2014 NFL Draft: Defensive back crop bigger, badder
With a hat tip to the Legion of Boom, the appropriately timed arrival of the 2014 defensive back class is bigger and badder (that's a good thing) than so-so classes in recent years.
Bigger, better, badder.
In direct response to pro football's prolific passing antics, and to the dismay of old school English teachers, that describes the talented class of defensive backs in the 2014 NFL Draft
According to projections by NFLDraftscout.com, seven defensive backs -- including two safeties -- are first-round prospects in the NFL Draft that begins May 8 and as many as 16 could be grabbed in the first two rounds.
The cornerbacks are led by Oklahoma State's Justin Gilbert and Michigan State's Darqueze Dennard. An unusually strong group of safeties is topped by Alabama's Ha Ha Clinton-Dix and Louisville's Calvin Pryor. All four could be among the first 20 players selected.
In homage to the tone set by the Super Bowl champion Seattle Seahawks, led by cornerback Richard Sherman's rough-housing style, this draft group is larger and more physical than most previous draft classes, with six of the top 11 corners at least six feet tall and the top five safeties all between 5-foot-11 and 6-1.
Not only are these defensive backs set to test those wide-open offenses, but despite league desires to the contrary, there is nothing safe about the brutal hitting ability of the top safeties in this class.
Here is a closer look at the defensive backs projected to be selected among the top 100 as rated by NFLDrafScout.com (Free and strong safety prospects are differentiated as FS and SS).
Pos. Rank/Overall Rank/Player/Position/School/Height/Weight/40 time/Proj. Round
1/11. Justin Gilbert, Oklahoma State, 6-0, 202, 4.37, 1.
Texas prep sensation as quarterback, defensive back, returner, track star, basketball player, Gilbert's overall athleticism continues to be his best asset. However, he must show he is willing to maintain high level of play after admittedly becoming complacent in 2012 after a great 2011 season. He stood out again in 2013 with six interceptions, including two for touchdowns, and a 100-yard kickoff return. Although his announced 40-yard time of 4.37 seconds was the fastest among a curiously slow group of defensive backs at the combine, his best clocking at Indy was actually 4.31 seconds.
Frankly: Gilbert is no shut-down, in-your-face corner, but he will serve well in zones or off-man coverage where he can keep everything in front of him, then maximize his athleticism.
2/16. Darqueze Dennard, Michigan State, 5-11, 199, 4.51, 1
After injury-marred 2012 season, Dennard exploded in 2013 to demoralize several offenses and win numerous awards, including the Jim Thorpe, Tatum-Woodson, and first-team All-America. Tough, plays with pain, but history of injuries dating back to 2010 could concern teams (sports hernia required two surgeries, shoulder, ankle, knee). Prepares hard, plays harder and excels at press-and-run. Although his announced 40-yard time at combine was 4.51 seconds, he had four clockings there between 4.41 and 4.42, which is a bit more comforting to scouts who dwell on such things.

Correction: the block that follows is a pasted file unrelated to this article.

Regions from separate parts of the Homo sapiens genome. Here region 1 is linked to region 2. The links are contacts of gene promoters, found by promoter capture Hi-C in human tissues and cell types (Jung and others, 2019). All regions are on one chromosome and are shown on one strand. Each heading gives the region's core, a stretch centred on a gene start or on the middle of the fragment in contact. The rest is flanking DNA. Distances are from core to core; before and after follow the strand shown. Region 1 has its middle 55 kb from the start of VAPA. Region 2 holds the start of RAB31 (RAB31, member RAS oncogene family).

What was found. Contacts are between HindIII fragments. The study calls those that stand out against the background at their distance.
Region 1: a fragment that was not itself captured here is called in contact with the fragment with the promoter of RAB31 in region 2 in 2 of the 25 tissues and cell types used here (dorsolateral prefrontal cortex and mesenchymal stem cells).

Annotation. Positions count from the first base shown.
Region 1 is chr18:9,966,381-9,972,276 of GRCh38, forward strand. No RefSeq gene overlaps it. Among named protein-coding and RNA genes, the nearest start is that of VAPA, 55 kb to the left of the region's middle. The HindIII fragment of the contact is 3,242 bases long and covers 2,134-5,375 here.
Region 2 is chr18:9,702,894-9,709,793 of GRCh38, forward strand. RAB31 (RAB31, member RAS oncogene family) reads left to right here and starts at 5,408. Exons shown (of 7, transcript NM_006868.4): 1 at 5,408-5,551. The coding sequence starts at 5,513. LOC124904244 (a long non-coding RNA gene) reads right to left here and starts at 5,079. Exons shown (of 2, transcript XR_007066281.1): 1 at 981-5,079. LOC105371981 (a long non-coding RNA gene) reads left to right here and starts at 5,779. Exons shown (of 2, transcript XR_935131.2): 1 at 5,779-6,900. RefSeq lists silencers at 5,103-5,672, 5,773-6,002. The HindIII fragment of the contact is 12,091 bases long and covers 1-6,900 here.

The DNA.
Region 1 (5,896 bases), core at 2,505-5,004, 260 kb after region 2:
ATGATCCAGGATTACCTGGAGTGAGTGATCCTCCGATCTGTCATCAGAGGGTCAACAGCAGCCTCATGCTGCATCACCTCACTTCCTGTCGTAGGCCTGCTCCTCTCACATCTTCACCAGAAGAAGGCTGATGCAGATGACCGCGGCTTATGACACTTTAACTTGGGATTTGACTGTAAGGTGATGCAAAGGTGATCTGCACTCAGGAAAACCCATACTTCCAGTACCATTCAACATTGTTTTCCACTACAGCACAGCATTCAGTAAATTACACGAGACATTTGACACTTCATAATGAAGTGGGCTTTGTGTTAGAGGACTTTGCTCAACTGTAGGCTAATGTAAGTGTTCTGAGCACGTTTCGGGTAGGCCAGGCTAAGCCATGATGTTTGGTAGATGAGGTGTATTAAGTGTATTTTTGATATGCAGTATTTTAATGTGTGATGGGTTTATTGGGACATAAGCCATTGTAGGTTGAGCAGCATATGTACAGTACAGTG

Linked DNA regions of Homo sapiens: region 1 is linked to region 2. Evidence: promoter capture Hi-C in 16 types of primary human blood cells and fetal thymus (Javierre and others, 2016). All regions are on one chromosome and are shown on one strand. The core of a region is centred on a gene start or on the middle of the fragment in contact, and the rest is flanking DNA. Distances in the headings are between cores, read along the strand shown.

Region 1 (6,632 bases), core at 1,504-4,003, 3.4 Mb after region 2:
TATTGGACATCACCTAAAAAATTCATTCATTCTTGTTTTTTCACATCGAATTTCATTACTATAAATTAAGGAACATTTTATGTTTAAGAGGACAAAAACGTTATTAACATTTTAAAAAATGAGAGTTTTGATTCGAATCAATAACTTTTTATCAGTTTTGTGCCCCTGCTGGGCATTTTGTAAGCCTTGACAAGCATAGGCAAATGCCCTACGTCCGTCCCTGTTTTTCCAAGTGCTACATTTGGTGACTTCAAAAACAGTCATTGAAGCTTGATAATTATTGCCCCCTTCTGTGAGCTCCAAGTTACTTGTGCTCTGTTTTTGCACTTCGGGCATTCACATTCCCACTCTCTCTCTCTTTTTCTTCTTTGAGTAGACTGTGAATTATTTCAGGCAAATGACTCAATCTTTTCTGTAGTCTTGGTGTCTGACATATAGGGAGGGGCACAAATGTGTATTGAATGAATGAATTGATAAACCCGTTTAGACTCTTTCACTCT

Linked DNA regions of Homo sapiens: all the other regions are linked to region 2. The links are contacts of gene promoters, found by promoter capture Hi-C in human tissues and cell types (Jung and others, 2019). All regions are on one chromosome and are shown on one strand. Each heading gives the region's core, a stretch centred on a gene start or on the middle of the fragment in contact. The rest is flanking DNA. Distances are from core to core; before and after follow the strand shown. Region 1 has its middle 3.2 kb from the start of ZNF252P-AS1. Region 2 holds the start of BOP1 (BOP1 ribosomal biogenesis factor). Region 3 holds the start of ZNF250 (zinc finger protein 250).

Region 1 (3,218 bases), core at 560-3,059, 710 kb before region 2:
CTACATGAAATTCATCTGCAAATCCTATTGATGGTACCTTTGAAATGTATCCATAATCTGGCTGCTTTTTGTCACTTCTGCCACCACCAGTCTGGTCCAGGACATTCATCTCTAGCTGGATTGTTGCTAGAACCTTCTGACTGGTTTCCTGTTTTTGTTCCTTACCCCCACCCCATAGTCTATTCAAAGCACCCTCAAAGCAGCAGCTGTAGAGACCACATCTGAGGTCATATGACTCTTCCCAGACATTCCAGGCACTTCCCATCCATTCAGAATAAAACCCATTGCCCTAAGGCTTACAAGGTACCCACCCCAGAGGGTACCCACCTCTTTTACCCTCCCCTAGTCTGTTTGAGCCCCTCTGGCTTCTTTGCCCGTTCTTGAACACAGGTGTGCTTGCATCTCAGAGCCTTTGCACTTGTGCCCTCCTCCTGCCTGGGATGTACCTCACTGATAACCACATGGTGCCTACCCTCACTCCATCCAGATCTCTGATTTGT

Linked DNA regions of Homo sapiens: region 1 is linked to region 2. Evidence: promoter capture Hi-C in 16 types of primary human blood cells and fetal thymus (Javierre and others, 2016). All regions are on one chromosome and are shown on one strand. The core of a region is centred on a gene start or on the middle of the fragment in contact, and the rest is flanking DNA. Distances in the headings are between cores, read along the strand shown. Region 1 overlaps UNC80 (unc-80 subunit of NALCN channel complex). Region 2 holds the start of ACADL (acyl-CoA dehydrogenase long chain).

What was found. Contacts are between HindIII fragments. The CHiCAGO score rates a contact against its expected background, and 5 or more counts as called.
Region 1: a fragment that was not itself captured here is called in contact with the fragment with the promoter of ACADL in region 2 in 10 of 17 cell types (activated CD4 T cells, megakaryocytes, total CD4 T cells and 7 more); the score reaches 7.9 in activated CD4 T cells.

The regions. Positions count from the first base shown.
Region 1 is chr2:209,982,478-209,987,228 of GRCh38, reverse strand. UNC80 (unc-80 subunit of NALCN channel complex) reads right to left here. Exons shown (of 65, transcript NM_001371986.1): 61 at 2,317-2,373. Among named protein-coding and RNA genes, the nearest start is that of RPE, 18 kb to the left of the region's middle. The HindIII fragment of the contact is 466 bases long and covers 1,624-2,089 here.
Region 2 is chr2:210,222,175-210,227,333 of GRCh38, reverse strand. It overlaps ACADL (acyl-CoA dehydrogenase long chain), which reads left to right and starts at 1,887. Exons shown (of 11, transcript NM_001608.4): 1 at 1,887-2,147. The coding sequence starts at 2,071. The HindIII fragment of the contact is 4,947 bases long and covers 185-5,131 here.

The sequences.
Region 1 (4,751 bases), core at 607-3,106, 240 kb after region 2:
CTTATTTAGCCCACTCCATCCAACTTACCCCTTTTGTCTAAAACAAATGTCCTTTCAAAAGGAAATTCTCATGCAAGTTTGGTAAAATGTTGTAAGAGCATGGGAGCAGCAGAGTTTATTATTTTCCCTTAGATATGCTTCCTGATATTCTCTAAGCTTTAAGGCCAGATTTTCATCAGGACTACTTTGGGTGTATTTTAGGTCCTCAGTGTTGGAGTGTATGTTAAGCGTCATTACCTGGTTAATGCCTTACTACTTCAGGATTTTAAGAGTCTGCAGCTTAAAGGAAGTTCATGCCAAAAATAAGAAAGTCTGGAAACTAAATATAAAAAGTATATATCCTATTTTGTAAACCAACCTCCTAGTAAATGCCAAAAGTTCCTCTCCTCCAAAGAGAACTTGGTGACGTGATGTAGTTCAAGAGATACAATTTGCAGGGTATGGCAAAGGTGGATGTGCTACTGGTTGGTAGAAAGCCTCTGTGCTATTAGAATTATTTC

Frankly: Dennard has the talent, attitude and short memory needed to survive in NFL, but may need to be more sly when man-handling receivers.
3/27. Kyle Fuller, Virginia Tech, 6-0, 190, 4.49, 1-2
Fuller plays like a natural who has the athleticism to cover and the aggressiveness to play the run. Had sports hernia surgery in November, missed final six games and Senior Bowl. Quiet team leader, brother of former Tennessee Titan Vincent Fuller and younger brother Kendall is a sophomore to watch with Hokies this year.
Frankly: A solid player against pass and in run support, Fuller has efficient, functional speed (bests of 4.40 and 4.42 seconds at combine), excellent leaping ability (38.5-inch vertical) and a knack at finding the ball.
4/29. Jason Verrett, TCU, 5-10, 189, 4.38, 1-2
Fluid, natural athlete with smooth transition on flip and aggressive approach mentally, physically. Has that rare ability to blanket even the quickest receiver. Selected first-team All-America on several lists, second team by Associated Press. Allowed LSU's nifty Odell Beckham Jr. (projected as first-round pick by NFLDraftScout.com) only one catch.
Frankly: Verrett's startling physical ability and apparent toughness belies the fact he is still maturing and learning skills to cope both on and off the field.
5/31. *Bradley Roby, Ohio State, 5-11, 194, 4.39, 1-2
After redshirting the 2010 season as a true freshman, Roby started all 13 games at cornerback in 2011 and quickly flashed his world class speed while leading team with three interceptions. He sat out 2013 opener (suspension after arrest for battery in bar fight) and shook off a so-so start to register a good season. Had more than his share of bothersome injuries the last two years.